This article covers the prediction changes from Opening Day to May 1, and it also shows how the Phillies divisional rivals compare with them in the NL: rotations, bullpens, and offense. Continue reading
Firstly, thanks for reading. Your comments indicate your problem is with my assessment of how management views Herrera's situation with the team. In fact, I wrote earlier in spring training that Herrera was the likely center fielder, but he was hitting at the time. By no means is he out of the picture. Center field is not a settled issue. Galvis was traded in his last year before free agency, and that is common in the MLB. The Phils didn't re-sign Hernandez and Franco because their arbitration amounts were double their market value. Hernandez's arb # was $11.7 million, but CLV signed him for $6.25 million, and they only offered him $5 million as a free agent. Franco's arb # was $6.7 million, but KC signed him for $2.95 million. But BAL only offered him $0.8 million. If there was any bias, it was the color green. But, again, thanks for reading.
This article covers the starters some Phillies fans preferred over the two offseason acquisitions on one-year contracts by the front office. Continue reading
This article projects two Phillies for two up-for-grabs roles: one in the relief corps and the other in the outfield could be career-defining opportunities. Continue reading
Thanks, again, for reading. Yeah, that memory is so vivid I can even remember the face of the guy next to us who tried to barehand the ball, and that was 62 years ago.
This Phillies article covers the nearly equivalent view to the one from home plate at a 100-mph fastball, and how it changes the dynamics of evaluating a major league hitter. Continue reading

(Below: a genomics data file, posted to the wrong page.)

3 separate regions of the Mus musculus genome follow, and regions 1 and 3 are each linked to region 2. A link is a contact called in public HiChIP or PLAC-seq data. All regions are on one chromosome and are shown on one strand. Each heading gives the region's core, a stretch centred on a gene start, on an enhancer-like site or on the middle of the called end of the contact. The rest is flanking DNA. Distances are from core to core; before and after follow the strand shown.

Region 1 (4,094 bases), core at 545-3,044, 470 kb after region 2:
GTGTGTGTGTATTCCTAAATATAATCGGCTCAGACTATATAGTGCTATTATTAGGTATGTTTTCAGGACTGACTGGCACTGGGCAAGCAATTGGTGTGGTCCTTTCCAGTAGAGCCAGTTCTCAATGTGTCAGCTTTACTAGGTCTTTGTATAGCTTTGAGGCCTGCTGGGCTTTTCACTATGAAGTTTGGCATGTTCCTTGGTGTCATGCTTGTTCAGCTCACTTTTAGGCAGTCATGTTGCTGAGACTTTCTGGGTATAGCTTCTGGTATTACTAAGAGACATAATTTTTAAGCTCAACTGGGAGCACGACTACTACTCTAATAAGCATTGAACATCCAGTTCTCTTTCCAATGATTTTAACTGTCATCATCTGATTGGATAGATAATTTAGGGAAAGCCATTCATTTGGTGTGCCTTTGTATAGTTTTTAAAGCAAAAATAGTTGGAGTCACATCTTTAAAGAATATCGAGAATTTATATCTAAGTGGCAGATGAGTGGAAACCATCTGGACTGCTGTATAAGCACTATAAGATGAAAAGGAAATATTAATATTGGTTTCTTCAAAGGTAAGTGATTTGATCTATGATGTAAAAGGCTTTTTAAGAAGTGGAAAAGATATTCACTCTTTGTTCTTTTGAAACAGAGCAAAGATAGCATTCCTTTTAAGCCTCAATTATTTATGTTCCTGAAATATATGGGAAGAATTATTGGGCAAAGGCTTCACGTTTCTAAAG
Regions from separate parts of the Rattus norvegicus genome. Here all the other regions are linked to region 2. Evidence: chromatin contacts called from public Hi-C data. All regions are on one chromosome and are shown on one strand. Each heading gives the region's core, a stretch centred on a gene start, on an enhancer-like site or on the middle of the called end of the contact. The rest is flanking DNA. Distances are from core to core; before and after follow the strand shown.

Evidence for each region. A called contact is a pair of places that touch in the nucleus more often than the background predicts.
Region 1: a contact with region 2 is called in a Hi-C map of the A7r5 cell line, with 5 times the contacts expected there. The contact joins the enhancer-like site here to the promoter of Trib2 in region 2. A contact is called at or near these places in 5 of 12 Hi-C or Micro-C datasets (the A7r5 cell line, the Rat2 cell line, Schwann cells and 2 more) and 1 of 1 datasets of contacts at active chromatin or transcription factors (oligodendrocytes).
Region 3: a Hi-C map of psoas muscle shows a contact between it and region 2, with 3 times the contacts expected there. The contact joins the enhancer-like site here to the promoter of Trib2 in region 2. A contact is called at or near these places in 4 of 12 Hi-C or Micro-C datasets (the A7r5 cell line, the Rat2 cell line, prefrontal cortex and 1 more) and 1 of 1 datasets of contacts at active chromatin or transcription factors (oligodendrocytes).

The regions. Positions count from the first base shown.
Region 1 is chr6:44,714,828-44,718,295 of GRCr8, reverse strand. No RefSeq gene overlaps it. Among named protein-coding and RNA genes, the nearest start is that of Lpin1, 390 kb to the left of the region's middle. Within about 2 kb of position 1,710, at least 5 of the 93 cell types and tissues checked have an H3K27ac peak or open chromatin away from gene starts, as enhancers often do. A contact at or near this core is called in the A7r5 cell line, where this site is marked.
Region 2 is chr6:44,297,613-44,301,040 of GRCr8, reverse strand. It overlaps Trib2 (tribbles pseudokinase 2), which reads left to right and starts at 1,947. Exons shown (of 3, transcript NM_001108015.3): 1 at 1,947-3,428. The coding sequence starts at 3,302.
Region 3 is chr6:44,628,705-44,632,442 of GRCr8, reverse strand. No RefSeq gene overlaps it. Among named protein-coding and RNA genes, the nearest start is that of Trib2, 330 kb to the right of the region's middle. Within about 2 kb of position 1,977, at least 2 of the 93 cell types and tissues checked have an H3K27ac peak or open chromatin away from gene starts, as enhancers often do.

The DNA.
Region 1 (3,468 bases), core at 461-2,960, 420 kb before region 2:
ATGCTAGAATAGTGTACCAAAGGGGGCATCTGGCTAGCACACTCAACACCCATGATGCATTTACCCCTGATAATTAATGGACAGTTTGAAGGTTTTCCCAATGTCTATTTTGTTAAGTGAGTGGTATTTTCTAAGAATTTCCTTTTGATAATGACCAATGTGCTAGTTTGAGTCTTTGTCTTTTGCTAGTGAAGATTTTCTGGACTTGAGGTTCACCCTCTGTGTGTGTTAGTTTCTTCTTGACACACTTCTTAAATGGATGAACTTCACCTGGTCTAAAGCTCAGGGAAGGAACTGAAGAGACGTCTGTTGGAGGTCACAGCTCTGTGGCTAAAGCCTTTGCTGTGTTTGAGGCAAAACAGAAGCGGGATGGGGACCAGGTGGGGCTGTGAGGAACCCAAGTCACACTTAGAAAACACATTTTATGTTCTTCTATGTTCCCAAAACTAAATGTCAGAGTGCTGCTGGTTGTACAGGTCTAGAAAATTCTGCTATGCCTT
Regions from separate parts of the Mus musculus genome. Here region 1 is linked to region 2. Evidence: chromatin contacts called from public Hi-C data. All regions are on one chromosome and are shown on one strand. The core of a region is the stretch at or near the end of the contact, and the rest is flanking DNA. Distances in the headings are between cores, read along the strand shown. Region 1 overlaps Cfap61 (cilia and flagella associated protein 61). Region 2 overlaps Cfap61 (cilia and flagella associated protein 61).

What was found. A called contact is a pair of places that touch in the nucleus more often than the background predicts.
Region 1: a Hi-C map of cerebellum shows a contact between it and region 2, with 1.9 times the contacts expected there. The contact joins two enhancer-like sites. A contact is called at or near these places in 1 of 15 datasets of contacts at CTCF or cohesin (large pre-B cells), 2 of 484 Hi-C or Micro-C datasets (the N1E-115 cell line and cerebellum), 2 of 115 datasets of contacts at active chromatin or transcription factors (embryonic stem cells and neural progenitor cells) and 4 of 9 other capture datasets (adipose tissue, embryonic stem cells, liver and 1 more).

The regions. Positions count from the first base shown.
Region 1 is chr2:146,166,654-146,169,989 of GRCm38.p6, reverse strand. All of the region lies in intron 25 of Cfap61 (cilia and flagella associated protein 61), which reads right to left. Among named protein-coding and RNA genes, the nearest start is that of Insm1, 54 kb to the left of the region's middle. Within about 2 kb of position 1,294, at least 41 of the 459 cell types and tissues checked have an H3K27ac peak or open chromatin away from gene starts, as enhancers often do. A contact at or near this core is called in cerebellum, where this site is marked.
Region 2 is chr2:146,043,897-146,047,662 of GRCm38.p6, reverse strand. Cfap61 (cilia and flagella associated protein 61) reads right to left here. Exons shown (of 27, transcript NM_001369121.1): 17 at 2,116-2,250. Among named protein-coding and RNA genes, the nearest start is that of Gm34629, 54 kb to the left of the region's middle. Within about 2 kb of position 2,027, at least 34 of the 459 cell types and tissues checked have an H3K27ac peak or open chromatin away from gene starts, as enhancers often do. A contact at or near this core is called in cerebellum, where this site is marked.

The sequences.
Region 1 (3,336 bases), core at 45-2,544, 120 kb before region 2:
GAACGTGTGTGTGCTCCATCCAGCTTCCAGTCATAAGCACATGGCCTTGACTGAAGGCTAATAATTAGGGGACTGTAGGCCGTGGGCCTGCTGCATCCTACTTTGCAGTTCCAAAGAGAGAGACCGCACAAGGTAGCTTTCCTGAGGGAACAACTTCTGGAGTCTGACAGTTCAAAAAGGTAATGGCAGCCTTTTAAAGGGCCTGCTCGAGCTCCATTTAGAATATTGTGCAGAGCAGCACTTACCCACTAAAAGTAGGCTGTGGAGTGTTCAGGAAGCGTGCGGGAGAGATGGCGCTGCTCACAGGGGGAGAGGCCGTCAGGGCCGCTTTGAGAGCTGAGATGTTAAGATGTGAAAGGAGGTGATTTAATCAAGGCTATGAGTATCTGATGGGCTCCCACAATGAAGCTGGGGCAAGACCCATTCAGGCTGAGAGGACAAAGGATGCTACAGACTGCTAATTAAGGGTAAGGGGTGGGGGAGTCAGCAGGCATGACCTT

This article covers overlooked elements of the National League East competition indicating the Phillies are closer to the top of the division than national sites are predicting. Continue reading
This article covers predictions for the National League East by national sites, and the pluses and minuses of the Phillies and their rivals. Continue reading
Hey, Jim. The only minor leaguers that matter are those on the 40-man roster. And the bottom rungs have 2-3 southpaws, but Falter isn't among the organization's top 30 prospects. Basically, there's no reason for a deep dive into each because the situation and info are fluid. In fact, OF Simon Muzziotti hasn't arrived in camp due to visa problems, so they put him on the restricted list to open a slot. It shows one piece of info no writer had or saw coming. It's kind of like Area 51: you can only get so close. For some info, you have to be in the room. Ergo, an employee.
This Phillies article covers how final personnel decisions are complex and difficult to accurately predict with only 90 percent of available and decipherable information. Continue reading
Thanks, firstly, for reading, Jerry. Unfortunately, fans also expect a prince in the clubhouse.
Thanks for reading, Ryan. Under the current situation, the MiLB schedule will be a month behind, and Stott hit in the .270s in Low-A ball. Besides, Didi re-upped for two years at $14 million per season after hitting in the .280s last year, Basically, if they though Stott would be ready for 2022, they wouldn't have re-signed Didi. The Phillies are in win-now mode, and productive veterans will get the nod over unproven youngsters.
Firstly, thanks for reading, Mac. Granted, he's given you many reasons to sour on him. However, his 2015 CF defense is debatable because he was a Rule 5 rookie and a 2B who had roughly two weeks of spring training in CF. Ergo, he was learning CF on the fly at the MLB level, and I'm taking a big leap that that isn't an easy task. If it's any consolation, he will be booed frequently in most home at-bats and for any mistake, perceived or real. Philly was rough on Del Ennis, Dick Allen, and Mike Schmidt. But Herrera will probably outdo Scott Rolen in the venom department. Again, thanks for reading.
This article covers the surprise candidate --who was visible to me in February-- and the five-man competition for the Phillies center field job, which might continue into May or beyond. Continue reading